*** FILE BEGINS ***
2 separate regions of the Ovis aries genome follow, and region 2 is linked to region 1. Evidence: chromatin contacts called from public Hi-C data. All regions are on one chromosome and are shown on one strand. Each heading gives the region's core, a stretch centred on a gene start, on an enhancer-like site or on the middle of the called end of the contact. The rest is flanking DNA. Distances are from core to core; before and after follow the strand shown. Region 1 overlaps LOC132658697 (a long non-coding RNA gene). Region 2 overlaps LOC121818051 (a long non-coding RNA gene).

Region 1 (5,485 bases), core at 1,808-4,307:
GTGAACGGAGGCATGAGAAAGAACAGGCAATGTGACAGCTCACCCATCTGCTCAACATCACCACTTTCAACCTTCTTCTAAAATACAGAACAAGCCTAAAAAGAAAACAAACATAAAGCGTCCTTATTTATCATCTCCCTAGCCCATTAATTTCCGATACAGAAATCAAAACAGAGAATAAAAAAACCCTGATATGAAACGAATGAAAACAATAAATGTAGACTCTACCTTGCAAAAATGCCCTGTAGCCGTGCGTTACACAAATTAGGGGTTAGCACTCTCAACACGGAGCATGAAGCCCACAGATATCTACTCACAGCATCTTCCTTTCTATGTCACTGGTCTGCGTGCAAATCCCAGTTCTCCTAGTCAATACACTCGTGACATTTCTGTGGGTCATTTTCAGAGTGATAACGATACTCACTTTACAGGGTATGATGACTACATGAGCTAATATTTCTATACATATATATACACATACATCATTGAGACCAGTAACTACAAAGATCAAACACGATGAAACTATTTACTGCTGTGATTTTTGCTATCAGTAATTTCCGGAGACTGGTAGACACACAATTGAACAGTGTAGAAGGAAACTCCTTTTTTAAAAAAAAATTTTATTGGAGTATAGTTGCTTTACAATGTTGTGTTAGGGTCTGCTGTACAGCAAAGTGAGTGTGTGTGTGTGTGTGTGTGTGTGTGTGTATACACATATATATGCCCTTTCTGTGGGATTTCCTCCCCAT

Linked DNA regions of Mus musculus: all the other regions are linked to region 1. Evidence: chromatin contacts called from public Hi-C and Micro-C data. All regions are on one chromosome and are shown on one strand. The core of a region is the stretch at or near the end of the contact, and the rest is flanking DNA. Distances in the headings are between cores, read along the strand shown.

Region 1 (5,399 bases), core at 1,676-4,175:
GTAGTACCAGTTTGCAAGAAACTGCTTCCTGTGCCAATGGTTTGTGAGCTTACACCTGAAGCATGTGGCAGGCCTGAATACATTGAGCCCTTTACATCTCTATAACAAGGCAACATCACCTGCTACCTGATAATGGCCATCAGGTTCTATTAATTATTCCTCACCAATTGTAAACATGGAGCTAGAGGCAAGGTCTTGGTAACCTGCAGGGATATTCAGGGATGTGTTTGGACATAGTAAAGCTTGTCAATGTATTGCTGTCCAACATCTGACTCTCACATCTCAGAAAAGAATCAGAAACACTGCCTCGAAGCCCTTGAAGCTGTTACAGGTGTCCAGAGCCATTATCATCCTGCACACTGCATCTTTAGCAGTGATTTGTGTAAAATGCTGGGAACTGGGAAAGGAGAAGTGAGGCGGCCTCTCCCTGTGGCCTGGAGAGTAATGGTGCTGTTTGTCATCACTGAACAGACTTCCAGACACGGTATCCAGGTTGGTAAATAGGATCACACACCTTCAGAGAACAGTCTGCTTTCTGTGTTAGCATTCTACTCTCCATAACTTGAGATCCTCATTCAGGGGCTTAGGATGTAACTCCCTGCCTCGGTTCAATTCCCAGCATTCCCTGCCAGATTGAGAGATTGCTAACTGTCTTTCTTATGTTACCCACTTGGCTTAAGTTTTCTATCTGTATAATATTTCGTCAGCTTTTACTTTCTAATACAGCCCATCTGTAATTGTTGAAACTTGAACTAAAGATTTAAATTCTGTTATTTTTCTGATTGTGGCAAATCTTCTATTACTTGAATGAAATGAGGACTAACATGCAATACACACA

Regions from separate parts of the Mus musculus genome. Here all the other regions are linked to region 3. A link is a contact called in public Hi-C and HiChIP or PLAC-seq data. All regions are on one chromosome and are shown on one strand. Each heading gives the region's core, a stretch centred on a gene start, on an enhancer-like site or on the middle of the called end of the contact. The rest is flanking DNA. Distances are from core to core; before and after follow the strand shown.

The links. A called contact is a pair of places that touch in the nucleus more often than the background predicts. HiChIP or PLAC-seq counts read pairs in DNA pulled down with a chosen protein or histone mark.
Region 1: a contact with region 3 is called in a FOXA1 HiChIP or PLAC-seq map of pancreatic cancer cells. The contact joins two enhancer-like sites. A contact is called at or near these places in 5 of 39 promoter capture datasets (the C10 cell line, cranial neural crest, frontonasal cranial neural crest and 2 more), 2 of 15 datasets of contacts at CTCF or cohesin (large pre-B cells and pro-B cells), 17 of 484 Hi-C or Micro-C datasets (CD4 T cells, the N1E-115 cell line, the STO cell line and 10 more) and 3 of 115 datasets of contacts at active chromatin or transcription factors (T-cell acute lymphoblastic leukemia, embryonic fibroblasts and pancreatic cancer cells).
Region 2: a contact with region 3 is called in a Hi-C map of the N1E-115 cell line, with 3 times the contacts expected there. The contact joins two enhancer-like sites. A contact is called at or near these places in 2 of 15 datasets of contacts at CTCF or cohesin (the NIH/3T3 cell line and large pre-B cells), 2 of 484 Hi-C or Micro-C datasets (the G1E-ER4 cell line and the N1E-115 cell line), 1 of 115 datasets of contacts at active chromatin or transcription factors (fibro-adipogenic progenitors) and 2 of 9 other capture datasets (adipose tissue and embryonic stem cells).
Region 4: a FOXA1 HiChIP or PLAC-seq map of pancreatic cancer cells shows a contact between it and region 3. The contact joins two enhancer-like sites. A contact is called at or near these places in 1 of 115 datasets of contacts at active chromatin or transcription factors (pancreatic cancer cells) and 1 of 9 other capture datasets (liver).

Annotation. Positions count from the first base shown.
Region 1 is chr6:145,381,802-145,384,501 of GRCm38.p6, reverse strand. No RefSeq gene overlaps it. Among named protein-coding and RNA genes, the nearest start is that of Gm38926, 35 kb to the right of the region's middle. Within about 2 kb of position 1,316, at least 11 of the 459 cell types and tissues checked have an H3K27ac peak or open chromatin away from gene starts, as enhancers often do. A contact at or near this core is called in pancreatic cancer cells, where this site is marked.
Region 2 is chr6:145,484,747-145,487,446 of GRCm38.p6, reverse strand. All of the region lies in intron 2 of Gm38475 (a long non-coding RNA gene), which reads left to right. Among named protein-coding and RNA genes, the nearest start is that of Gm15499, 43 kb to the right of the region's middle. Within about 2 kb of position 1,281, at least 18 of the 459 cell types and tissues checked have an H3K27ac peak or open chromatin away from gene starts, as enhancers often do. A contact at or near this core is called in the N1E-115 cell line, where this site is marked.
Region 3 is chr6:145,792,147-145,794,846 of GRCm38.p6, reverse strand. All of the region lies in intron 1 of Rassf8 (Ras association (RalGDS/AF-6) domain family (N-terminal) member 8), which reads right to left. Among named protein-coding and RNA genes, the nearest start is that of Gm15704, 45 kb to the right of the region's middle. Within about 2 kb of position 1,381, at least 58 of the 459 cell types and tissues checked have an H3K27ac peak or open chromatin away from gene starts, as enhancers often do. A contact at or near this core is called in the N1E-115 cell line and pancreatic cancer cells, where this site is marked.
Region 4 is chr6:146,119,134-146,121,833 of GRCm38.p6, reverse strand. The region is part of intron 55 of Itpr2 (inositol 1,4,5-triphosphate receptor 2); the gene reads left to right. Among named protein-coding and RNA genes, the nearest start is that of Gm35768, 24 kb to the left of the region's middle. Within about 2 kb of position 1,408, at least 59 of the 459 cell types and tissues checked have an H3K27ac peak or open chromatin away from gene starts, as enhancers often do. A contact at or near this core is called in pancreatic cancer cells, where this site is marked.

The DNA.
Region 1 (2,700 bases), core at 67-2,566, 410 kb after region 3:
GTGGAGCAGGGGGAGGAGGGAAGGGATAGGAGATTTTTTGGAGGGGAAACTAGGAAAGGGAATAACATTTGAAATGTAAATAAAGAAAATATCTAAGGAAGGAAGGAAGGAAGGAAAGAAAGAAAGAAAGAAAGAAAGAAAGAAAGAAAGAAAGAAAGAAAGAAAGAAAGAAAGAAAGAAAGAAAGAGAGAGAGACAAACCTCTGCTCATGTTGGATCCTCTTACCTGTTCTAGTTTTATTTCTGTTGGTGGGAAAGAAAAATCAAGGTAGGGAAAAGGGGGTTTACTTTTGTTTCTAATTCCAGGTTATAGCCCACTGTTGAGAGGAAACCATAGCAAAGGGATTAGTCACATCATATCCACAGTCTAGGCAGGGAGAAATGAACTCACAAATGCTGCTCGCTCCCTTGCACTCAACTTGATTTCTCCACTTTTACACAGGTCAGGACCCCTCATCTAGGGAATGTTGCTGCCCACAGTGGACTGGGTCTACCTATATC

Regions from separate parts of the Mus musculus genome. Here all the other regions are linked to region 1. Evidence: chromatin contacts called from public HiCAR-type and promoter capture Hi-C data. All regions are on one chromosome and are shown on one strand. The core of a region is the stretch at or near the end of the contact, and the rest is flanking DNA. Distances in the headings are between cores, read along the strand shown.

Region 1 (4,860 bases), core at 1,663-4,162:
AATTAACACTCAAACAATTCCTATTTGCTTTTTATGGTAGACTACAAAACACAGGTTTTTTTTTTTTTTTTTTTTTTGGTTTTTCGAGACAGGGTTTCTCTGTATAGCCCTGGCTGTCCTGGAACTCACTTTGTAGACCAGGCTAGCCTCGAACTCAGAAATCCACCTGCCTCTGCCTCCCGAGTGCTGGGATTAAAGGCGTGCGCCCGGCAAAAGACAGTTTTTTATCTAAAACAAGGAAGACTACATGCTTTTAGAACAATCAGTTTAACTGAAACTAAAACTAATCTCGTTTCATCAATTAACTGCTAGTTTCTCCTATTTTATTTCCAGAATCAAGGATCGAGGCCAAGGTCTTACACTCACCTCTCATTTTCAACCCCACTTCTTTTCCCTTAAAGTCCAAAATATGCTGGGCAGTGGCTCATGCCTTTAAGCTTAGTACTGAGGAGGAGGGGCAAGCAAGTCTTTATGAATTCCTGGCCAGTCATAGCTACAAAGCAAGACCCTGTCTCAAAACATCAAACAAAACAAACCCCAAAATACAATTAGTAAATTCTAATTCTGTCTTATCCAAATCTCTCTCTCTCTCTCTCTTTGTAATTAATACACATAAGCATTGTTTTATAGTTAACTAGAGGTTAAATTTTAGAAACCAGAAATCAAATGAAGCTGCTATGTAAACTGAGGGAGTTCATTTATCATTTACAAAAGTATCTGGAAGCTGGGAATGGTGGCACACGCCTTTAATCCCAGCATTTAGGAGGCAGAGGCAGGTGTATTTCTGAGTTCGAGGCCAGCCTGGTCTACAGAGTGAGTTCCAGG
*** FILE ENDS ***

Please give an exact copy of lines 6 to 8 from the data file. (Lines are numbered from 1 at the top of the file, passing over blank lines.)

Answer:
GTAGTACCAGTTTGCAAGAAACTGCTTCCTGTGCCAATGGTTTGTGAGCTTACACCTGAAGCATGTGGCAGGCCTGAATACATTGAGCCCTTTACATCTCTATAACAAGGCAACATCACCTGCTACCTGATAATGGCCATCAGGTTCTATTAATTATTCCTCACCAATTGTAAACATGGAGCTAGAGGCAAGGTCTTGGTAACCTGCAGGGATATTCAGGGATGTGTTTGGACATAGTAAAGCTTGTCAATGTATTGCTGTCCAACATCTGACTCTCACATCTCAGAAAAGAATCAGAAACACTGCCTCGAAGCCCTTGAAGCTGTTACAGGTGTCCAGAGCCATTATCATCCTGCACACTGCATCTTTAGCAGTGATTTGTGTAAAATGCTGGGAACTGGGAAAGGAGAAGTGAGGCGGCCTCTCCCTGTGGCCTGGAGAGTAATGGTGCTGTTTGTCATCACTGAACAGACTTCCAGACACGGTATCCAGGTTGGTAAATAGGATCACACACCTTCAGAGAACAGTCTGCTTTCTGTGTTAGCATTCTACTCTCCATAACTTGAGATCCTCATTCAGGGGCTTAGGATGTAACTCCCTGCCTCGGTTCAATTCCCAGCATTCCCTGCCAGATTGAGAGATTGCTAACTGTCTTTCTTATGTTACCCACTTGGCTTAAGTTTTCTATCTGTATAATATTTCGTCAGCTTTTACTTTCTAATACAGCCCATCTGTAATTGTTGAAACTTGAACTAAAGATTTAAATTCTGTTATTTTTCTGATTGTGGCAAATCTTCTATTACTTGAATGAAATGAGGACTAACATGCAATACACACA

Regions from separate parts of the Mus musculus genome. Here all the other regions are linked to region 3. A link is a contact called in public Hi-C and HiChIP or PLAC-seq data. All regions are on one chromosome and are shown on one strand. Each heading gives the region's core, a stretch centred on a gene start, on an enhancer-like site or on the middle of the called end of the contact. The rest is flanking DNA. Distances are from core to core; before and after follow the strand shown.

The links. A called contact is a pair of places that touch in the nucleus more often than the background predicts. HiChIP or PLAC-seq counts read pairs in DNA pulled down with a chosen protein or histone mark.